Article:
Just like his old man.

My grandfather cut more turf in a day

Than any other man on Toner’s bog.

Once I carried him milk in a bottle

Corked sloppily with paper. He straightened up

To drink it, then fell to right away

Nicking and slicing neatly, heaving sods

Over his shoulder, going down and down

For the good turf. Digging.

The cold smell of potato mould, the squelch and slap

Of soggy peat, the curt cuts of an edge

Through living roots awaken in my head.

But I’ve no spade to follow men like them.

Between my finger and my thumb

The squat pen rests.

I’ll dig with it.

“Between my finger and my thumb/The squat pen rests, snug as a gun.”

Such a powerful opening, Heaney talks of the violence of creation to mad scientist proportions, not Romanticizing, but grinding it down to the Everyman’s level, the toil of work is the same exertion be it physical or mental. The act of writing and creating is likened to his Father’s potato planting, and his Grandfather, a Peat Cutter’s digging, we are toiling, deeper and deeper, for the artist, delving into the subconsious, the hidden, the repressed,

The Bog Poems Themselves...

I was going to analyze each poem, but I think they are more beautiful as they are without explanation, take from them as you will, as they are mean, subjectively interpreted and endowed with your beliefs and experiences.



(dedicated to T.P. Flanagan)

We have no prairies

To slice a big sun at evening--

Everywhere the eye concedes to

Encrouching horizon,

Is wooed into the cyclops' eye

Of a tarn. Our unfenced country

Is bog that keeps crusting

Between the sights of the sun.

They've taken the skeleton

Of the Great Irish Elk

Out of the peat, set it up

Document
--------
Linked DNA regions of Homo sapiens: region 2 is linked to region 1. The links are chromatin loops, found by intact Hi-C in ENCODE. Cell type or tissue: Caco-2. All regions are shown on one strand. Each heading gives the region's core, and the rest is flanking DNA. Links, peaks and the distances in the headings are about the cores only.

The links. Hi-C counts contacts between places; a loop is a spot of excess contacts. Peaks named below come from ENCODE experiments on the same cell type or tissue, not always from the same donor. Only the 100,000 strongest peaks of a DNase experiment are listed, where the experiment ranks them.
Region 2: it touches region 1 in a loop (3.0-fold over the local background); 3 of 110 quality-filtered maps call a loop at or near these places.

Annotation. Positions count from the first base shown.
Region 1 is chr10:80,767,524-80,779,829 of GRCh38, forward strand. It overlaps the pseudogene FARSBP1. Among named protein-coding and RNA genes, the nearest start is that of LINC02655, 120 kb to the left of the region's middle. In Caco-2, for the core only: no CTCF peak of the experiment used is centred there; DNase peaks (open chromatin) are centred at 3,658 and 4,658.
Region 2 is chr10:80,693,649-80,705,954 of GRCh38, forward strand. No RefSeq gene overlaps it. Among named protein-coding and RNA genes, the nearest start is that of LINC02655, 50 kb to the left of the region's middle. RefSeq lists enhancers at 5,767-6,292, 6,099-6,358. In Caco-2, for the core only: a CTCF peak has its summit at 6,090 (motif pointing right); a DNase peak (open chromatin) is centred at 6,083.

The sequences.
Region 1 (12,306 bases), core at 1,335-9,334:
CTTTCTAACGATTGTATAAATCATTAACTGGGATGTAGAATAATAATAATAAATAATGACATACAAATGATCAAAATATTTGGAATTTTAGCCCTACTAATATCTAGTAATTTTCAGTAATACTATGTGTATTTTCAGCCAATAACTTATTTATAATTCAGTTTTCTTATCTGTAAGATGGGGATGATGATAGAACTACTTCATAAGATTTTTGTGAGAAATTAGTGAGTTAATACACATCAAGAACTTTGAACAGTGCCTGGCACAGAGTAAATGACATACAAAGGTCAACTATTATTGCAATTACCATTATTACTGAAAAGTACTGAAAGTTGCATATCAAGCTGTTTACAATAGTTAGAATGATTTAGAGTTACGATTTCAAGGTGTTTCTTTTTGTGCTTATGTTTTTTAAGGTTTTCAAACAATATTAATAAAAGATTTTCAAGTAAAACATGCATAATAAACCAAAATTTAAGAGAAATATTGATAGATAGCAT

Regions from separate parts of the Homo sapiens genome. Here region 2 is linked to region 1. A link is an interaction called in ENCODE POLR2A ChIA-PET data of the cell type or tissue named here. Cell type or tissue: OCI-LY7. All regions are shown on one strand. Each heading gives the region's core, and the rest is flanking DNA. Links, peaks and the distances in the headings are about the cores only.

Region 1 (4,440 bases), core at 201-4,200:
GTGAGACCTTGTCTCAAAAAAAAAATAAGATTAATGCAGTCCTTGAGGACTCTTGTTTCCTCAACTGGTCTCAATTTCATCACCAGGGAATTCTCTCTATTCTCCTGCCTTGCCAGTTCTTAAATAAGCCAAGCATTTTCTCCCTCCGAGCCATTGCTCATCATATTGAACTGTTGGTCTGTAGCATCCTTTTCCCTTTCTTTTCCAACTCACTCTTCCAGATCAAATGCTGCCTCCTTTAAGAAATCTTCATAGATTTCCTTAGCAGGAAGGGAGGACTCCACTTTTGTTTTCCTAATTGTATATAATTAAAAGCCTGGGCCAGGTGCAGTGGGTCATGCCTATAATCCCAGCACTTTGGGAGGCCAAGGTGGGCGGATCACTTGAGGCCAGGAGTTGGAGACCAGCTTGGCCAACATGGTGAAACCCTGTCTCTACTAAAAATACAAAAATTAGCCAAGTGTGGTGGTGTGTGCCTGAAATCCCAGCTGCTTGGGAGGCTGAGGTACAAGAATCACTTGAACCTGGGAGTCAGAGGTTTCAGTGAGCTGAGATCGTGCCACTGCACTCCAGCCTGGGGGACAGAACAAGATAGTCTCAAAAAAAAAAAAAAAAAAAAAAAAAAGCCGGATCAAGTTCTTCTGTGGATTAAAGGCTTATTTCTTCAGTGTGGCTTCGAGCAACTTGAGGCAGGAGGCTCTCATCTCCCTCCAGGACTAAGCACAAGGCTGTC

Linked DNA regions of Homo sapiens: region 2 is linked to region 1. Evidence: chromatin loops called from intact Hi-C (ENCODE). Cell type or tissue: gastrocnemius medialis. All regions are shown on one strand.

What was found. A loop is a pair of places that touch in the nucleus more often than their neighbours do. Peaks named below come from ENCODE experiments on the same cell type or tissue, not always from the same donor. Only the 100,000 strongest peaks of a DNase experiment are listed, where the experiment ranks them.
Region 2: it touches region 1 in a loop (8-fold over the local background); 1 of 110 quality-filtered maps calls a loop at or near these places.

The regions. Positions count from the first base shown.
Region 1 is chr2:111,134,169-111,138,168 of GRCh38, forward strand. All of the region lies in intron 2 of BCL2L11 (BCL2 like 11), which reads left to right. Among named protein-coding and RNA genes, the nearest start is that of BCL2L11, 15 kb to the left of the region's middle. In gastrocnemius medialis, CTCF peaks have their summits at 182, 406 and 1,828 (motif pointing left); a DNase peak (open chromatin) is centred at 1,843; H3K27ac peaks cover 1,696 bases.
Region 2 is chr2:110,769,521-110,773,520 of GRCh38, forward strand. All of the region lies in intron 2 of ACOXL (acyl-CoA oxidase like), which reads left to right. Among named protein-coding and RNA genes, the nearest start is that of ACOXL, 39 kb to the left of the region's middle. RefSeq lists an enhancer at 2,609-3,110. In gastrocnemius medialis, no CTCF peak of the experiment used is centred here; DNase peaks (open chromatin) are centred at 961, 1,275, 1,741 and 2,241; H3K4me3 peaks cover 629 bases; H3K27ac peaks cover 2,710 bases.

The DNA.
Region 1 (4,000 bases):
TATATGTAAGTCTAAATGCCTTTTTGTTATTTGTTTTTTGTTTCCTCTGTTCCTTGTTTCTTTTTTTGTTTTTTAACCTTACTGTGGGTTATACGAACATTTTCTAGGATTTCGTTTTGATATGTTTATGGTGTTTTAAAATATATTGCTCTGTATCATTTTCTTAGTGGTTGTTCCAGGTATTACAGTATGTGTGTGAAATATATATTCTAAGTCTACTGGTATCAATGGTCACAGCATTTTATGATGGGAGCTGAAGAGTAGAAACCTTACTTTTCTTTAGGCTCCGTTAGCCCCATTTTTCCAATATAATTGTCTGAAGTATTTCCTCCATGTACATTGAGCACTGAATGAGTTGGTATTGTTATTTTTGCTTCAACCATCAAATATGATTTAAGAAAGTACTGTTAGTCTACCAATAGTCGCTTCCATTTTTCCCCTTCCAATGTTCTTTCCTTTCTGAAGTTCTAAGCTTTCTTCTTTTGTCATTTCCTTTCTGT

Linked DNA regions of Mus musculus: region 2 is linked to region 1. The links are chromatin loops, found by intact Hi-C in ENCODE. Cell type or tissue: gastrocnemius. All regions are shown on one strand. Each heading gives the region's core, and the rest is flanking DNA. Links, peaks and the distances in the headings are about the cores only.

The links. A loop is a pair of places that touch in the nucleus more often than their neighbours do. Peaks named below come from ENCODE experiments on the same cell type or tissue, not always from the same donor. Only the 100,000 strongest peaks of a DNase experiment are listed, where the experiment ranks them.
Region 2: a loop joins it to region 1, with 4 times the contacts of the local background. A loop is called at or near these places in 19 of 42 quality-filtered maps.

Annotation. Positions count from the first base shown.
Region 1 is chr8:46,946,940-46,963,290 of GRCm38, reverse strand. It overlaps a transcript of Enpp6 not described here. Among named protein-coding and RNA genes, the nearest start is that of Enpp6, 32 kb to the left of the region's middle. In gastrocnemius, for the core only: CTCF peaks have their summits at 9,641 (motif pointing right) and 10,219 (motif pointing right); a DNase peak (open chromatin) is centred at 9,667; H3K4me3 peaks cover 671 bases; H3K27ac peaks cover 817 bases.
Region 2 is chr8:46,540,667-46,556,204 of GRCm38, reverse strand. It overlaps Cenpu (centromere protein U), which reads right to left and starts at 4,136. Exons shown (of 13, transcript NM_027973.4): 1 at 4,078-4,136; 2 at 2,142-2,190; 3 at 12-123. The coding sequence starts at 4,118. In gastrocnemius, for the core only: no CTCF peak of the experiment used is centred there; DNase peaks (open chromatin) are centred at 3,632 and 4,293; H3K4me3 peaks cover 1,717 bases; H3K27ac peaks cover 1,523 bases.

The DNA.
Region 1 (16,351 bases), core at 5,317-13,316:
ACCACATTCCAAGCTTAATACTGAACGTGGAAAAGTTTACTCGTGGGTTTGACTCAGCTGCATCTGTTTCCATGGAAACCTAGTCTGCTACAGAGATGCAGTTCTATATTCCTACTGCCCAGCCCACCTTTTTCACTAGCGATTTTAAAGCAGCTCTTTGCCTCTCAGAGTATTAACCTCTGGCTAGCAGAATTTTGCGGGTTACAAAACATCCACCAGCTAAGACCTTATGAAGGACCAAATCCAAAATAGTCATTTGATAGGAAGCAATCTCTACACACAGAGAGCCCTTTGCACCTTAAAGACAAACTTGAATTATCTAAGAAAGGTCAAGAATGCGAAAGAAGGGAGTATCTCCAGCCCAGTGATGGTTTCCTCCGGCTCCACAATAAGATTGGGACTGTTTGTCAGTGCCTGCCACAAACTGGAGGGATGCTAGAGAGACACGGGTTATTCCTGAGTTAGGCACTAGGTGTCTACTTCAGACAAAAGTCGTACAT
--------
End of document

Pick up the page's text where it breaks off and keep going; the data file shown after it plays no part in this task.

An astounding crate full of air.

Butter sunk under

More than a hundred years

Was recovered salty and white.

The ground itself is kind, black butter

Melting and opening underfoot,

Missing its last definition

By millions of years.

They'll never dig coal here,

Only the waterlogged trunks

Of great firs, soft as pulp.

Our pioneers keep striking

Inwards and downwards,

Every layer they strip

Seems camped on before.

The bogholes might be Atlantic seepage.

The wet centre is bottomless.

Tollund Man


Some day I will go to Aarhus

To see his peat-brown head,

The mild pods of his eye-lids,

His pointed skin cap.

In the flat country near by

Where they dug him out,

His last gruel of winter seeds

Caked in his stomach,

Naked except for

The cap, noose and girdle,

I will stand a long time.

Bridegroom to the goddess,

She tightened her torc on him

And opened her fen,

Those dark juices working

Him to a saint's kept body,

Trove of the turfcutters'

Honeycombed workings.

Now his stained face

Reposes at Aarhus.


I could risk blasphemy,

Consecrate the cauldron bog

Our holy ground and pray

Him to make germinate

The scattered, ambushed

Flesh of labourers,

Stockinged corpses

Laid out in the farmyards,

Tell-tale skin and teeth

Flecking the sleepers

Of four young brothers, trailed

For miles along the lines.


Something of his sad freedom

As he rode the tumbril

Should come to me, driving,

Saying the names

Tollund, Grauballe, Nebelgard,

Watching the pointing hands

Of country people,

Not knowing their tongue.

Out here in Jutland

In the old man-killing parishes

I will feel lost,